the purpose was to remove the subtlety of
struct T { foo bar; int x; };

...
p = new T();
where without this change guaranteed initialization of x would depend on
the PODness of T, that is, whether foo is a typedef or what.

Nov 14 '05 #12

P: n/a
Alf P. Steinbach wrote in news:3f*************@News.CIS.DFN.DE:
You do appear to have it the wrong way around, the new standard
replaces default intialization (T *t = new T()) with value
initialization.


That's right, sorry for writing haste (also about a[i]... ;-)).

When
you write T *t = new T, you get a T that is, in the absence of default
ctor, unintialized.


That's incorrect. The relevant text is 5.3.4. And it says, if T is
non-POD you get default-initialization, which is effectively
zero-initialization for POD elements.


Right, but just to be clear if T *is* a POD then it will be
uninitialized.

I must admit this is an odd "corner case" that I don't think I'll be
exploiting any time soon :).

Rob.
--
http://www.victim-prime.dsl.pipex.com/
Nov 14 '05 #13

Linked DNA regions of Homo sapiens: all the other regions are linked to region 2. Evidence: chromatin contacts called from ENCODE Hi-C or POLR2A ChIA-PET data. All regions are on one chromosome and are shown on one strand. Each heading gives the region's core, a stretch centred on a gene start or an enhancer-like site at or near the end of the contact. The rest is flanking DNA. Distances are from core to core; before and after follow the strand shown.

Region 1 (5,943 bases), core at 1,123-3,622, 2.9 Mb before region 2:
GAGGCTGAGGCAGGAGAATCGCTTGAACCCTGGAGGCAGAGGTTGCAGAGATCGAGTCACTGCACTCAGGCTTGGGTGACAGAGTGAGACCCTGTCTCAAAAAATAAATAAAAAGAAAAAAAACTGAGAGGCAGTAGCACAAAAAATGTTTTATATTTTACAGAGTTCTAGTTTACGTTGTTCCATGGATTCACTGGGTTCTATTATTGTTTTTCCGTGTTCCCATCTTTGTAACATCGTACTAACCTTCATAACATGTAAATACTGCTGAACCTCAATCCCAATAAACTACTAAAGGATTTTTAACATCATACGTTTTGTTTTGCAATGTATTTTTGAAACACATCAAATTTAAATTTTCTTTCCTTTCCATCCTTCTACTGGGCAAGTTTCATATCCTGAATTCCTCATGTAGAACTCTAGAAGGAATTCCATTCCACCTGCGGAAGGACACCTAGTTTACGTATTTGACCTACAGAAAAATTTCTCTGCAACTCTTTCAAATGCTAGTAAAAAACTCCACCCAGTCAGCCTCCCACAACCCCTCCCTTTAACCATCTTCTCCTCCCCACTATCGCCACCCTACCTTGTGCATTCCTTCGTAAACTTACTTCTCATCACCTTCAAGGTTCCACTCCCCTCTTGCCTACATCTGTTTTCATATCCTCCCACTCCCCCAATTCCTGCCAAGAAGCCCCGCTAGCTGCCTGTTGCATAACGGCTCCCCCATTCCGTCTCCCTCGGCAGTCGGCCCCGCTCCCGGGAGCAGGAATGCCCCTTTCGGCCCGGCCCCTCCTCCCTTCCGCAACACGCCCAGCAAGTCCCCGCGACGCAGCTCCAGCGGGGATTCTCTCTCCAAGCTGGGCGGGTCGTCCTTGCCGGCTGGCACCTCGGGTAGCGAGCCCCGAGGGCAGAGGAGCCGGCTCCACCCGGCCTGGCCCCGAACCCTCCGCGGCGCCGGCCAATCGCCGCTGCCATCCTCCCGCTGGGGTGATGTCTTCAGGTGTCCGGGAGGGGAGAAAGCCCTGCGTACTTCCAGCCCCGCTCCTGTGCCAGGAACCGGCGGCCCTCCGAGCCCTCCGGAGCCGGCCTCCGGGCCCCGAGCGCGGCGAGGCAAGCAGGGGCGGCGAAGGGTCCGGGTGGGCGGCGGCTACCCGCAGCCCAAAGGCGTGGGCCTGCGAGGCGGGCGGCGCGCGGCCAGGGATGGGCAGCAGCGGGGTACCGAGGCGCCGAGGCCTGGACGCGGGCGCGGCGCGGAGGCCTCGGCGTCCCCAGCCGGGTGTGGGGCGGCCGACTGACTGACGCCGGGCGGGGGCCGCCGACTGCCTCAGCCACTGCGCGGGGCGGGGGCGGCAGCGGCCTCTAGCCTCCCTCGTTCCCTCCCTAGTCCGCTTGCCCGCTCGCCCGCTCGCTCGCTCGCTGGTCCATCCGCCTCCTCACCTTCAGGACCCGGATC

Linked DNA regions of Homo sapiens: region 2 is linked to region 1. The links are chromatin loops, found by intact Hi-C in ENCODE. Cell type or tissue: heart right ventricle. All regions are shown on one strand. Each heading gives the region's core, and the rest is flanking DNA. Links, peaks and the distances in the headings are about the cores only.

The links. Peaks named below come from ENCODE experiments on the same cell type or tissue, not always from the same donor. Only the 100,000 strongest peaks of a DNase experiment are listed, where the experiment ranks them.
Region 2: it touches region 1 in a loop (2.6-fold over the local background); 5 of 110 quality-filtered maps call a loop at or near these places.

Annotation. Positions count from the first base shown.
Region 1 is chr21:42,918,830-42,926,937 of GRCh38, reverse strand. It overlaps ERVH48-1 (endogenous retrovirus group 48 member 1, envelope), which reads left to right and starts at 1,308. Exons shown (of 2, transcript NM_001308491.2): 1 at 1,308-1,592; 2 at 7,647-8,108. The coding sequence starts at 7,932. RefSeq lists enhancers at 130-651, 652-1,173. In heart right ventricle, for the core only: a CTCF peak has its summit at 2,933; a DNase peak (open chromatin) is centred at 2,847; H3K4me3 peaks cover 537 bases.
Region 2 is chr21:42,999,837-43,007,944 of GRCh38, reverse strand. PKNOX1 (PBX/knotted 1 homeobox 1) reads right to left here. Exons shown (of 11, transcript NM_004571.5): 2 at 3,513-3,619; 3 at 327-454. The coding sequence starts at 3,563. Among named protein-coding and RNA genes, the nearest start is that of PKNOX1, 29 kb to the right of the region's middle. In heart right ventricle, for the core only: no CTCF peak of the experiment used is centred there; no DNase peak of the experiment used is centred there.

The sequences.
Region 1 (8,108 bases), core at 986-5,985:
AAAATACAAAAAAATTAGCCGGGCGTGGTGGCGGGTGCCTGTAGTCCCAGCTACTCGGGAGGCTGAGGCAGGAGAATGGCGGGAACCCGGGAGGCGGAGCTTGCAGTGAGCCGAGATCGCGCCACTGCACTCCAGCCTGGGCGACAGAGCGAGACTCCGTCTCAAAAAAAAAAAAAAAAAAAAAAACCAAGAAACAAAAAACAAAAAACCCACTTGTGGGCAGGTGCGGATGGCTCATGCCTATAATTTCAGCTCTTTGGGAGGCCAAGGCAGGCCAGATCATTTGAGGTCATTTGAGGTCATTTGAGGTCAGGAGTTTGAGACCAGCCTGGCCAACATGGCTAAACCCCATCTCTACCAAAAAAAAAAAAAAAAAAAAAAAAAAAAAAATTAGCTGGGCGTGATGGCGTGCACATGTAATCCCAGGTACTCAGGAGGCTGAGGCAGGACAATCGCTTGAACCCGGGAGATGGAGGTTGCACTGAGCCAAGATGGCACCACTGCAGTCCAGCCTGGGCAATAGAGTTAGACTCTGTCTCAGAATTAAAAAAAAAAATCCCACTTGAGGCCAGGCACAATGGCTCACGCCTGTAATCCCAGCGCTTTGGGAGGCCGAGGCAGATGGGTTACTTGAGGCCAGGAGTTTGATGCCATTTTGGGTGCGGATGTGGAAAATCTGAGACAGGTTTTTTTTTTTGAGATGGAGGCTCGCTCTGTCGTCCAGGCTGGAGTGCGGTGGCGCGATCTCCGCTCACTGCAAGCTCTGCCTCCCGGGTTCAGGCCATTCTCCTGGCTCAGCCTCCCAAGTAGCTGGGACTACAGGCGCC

P: n/a
On 14 Dec 2003 17:32:44 GMT, Rob Williscroft <rt*@freenet.REMOVE.co.uk> wrote:
Alf P. Steinbach wrote in news:3f*************@News.CIS.DFN.DE:
You do appear to have it the wrong way around, the new standard
replaces default intialization (T *t = new T()) with value
initialization.


That's right, sorry for writing haste (also about a[i]... ;-)).

When
you write T *t = new T, you get a T that is, in the absence of default
ctor, unintialized.


That's incorrect. The relevant text is 5.3.4. And it says, if T is
non-POD you get default-initialization, which is effectively
zero-initialization for POD elements.


Right, but just to be clear if T *is* a POD then it will be
uninitialized.

I must admit this is an odd "corner case" that I don't think I'll be
exploiting any time soon :).


I'm sorry to the n'th degree. THIS IS NOT MY DAY. What I wrote was
again incorrect; it seems my thoughts are truly muddled (and I convinced
you of an incorrect reading of the standard). And no, I didn't party last
night. Perhaps a bit of the flu. Also, problems with electricity supply,
snow on the TV image, and more.